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How to Prevent Clogs in Your Central Home Vacuum System

Let’s face it; we all have certain chores we hate when it comes to maintaining our homes.

Doing the dishes? How monotonous.

Cleaning the litter box? Ugh.

Vacuuming? Not only is it boring, but it requires a lot of work pulling the equipment out from the depths of your closet, only to lug around heavy machinery throughout your home. It’s a miserable chore; one you may put off simply because of the pain involved in the process.

That’s why a central home vacuum system may be the answer.

Most of us vacuum with a standard moveable unit. But have you ever considered upgrading to a central vacuum system? It’s becoming more common. And once it’s installed inside your Tacoma home, it can add as much as $2,000 to your home’s resale value.

But even the best machines endure some kinks now again. So, what do you do when your system isn’t functioning as well as it usually does.

What About Clogs?

The benefits are many. Still, the thought of having another system with potential clogging problems can leave some homeowners leary. Are potential problems with a home vacuum system really worth the effort of having one installed?

Like your plumbing system, a home vacuum system must be properly used and properly maintained.

Yes, a central vacuum system can be clogged. But with a few rules in place, you’ll find you love what it offers you, and this will far outweigh the potential problems.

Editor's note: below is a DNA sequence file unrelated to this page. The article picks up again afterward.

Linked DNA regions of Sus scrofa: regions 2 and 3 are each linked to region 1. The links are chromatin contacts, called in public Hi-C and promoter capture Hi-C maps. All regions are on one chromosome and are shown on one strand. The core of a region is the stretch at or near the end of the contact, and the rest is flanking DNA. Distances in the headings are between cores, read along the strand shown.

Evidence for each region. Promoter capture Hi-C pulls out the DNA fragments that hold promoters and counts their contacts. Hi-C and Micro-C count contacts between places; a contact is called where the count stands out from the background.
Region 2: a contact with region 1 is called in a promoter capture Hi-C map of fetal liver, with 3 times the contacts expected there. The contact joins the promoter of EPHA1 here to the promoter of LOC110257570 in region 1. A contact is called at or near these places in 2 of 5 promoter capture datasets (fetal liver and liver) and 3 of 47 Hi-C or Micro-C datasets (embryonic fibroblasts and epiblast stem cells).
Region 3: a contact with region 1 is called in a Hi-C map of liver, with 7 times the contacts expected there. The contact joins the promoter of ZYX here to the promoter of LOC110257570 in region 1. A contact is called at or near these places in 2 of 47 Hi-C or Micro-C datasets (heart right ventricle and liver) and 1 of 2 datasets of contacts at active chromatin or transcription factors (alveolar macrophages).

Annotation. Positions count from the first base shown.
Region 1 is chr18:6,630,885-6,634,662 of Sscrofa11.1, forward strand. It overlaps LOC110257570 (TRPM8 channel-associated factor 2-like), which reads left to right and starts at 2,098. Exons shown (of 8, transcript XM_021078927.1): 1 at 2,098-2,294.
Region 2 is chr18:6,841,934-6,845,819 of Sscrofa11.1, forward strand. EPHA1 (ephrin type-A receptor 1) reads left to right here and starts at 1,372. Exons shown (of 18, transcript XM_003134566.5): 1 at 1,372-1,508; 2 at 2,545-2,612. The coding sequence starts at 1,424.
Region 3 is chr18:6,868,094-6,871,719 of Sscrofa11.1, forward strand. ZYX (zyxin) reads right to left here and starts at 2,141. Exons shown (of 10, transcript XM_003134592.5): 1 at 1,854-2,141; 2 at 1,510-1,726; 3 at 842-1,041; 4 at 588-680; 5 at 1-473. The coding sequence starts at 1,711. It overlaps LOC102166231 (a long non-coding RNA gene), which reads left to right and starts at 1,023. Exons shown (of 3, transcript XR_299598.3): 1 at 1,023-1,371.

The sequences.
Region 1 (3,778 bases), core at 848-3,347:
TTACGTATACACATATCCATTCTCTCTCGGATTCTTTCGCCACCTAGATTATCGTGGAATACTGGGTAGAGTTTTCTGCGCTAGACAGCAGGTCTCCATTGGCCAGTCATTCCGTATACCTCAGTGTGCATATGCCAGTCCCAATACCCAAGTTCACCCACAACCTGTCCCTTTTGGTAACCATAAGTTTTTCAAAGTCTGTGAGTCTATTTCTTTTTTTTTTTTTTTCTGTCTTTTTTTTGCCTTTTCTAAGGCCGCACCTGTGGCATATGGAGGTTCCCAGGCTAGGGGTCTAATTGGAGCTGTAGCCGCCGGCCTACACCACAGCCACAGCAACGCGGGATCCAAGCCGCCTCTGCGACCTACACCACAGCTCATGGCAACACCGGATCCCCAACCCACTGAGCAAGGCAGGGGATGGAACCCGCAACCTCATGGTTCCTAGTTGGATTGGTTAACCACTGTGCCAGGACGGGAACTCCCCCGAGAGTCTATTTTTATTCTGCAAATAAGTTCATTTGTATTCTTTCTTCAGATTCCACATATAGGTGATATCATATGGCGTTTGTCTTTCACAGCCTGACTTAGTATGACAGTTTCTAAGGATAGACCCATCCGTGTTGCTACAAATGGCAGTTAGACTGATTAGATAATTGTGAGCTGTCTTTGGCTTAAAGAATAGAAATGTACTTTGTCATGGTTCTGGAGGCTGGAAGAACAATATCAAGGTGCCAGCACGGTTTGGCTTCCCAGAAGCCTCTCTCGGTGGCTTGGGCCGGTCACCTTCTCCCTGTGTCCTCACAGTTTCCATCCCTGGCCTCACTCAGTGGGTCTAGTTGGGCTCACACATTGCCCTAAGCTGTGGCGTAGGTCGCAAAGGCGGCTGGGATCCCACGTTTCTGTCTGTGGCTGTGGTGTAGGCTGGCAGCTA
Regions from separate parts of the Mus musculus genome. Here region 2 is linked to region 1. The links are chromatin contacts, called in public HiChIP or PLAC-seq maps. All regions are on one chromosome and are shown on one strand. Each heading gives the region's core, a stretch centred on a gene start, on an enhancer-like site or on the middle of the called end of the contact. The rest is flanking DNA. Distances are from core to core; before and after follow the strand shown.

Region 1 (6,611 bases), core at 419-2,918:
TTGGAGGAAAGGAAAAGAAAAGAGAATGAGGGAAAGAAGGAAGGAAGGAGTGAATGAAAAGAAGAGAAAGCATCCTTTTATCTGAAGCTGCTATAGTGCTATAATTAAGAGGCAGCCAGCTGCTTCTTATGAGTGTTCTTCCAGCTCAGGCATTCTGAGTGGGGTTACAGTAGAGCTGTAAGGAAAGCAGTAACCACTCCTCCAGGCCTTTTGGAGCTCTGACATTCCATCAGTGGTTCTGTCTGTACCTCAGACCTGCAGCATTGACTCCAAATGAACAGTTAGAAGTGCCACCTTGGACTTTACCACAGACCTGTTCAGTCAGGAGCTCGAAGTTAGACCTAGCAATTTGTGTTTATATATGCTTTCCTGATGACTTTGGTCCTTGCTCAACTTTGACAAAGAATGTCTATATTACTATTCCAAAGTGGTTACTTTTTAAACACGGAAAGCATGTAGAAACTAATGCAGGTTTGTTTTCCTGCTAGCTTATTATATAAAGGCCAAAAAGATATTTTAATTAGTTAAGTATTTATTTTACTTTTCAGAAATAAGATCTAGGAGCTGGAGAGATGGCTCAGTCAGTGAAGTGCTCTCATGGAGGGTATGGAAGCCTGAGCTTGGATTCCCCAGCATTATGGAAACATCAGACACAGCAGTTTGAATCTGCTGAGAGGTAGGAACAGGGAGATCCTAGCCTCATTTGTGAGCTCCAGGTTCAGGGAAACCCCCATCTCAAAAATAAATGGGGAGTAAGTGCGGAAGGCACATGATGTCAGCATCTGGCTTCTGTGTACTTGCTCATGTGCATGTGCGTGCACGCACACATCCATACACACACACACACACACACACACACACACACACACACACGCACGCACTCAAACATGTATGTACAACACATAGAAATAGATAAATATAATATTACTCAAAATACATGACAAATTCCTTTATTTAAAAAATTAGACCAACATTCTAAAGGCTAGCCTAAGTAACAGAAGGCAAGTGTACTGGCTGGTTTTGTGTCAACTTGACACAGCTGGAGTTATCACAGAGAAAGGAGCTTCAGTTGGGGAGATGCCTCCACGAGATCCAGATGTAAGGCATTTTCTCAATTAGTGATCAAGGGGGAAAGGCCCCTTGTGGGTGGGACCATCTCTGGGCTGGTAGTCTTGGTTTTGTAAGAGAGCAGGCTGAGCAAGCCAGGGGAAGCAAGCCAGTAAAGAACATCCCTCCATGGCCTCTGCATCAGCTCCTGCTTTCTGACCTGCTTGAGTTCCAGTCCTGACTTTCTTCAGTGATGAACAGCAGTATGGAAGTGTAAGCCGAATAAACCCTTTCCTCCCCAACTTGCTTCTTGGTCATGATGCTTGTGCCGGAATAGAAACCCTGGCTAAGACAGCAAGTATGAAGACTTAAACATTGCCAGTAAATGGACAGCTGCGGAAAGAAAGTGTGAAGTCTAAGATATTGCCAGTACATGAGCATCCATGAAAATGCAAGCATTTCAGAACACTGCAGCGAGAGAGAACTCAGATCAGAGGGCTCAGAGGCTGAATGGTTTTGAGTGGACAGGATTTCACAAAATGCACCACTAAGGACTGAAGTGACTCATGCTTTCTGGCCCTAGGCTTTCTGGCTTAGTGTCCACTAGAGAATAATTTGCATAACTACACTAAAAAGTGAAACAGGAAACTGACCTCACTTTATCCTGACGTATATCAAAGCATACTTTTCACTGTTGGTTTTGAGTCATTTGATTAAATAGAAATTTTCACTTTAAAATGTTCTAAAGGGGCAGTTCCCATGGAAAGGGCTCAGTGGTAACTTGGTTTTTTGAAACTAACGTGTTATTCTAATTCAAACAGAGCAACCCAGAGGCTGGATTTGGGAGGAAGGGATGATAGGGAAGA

Is it Really a Clog?

When a central vacuum system doesn’t pick up the dirt, most homeowners assume its a clog. That’s not always the case.

Reduced Suction or Airflow

Just because the hose isn’t working at full capacity, doesn’t mean the system is clogged. If the hose has reduced suction or airflow, it could be because of several conditions. The filter bag might be damaged and in need of repair. The canister might be too full. The filter might be dirty or in need or replacement. Or the dirt canister might not be properly installed. A few simple checks of your overall system design will likely provide an easy fix to your problem.

No Suction or Airflow

If you no longer have suction or airflow, it is most likely caused by a clog within one of three areas of your home vacuum system.

A clog in the hose – take your central vacuum hose and connect it directly to the canister. If it has normal function when you turn the vacuum on, a clog in the tubing exists. If it has reduced suction at the canister, the clog is in your hose. You can use a clean, dry garden hose similarly as a plumbing snake to disengage the clog from the hose.

A partial clog in the tubing – test all inlets one at a time to find out where the clog exists. You can plug the hose into each inlet and place a hand over the hose end to build up air pressure for release.

A full clog in the tubing – in most cases, aspirating the affected inlet will help dislodge the clog. However, for a severe clog, you might need to use a plumbers snake to push the clog out.

Leaks In The System

Instead of a clog, a leak may exist somewhere within the pipes. It may signal multiple hoses are plugged in at once. Or that damage has occurred to the tubing, it may have come disconnected, or is broken somewhere within your walls. When you can’t find the problem, a 20-point service inspection is a perfect way to find out where the problem lies.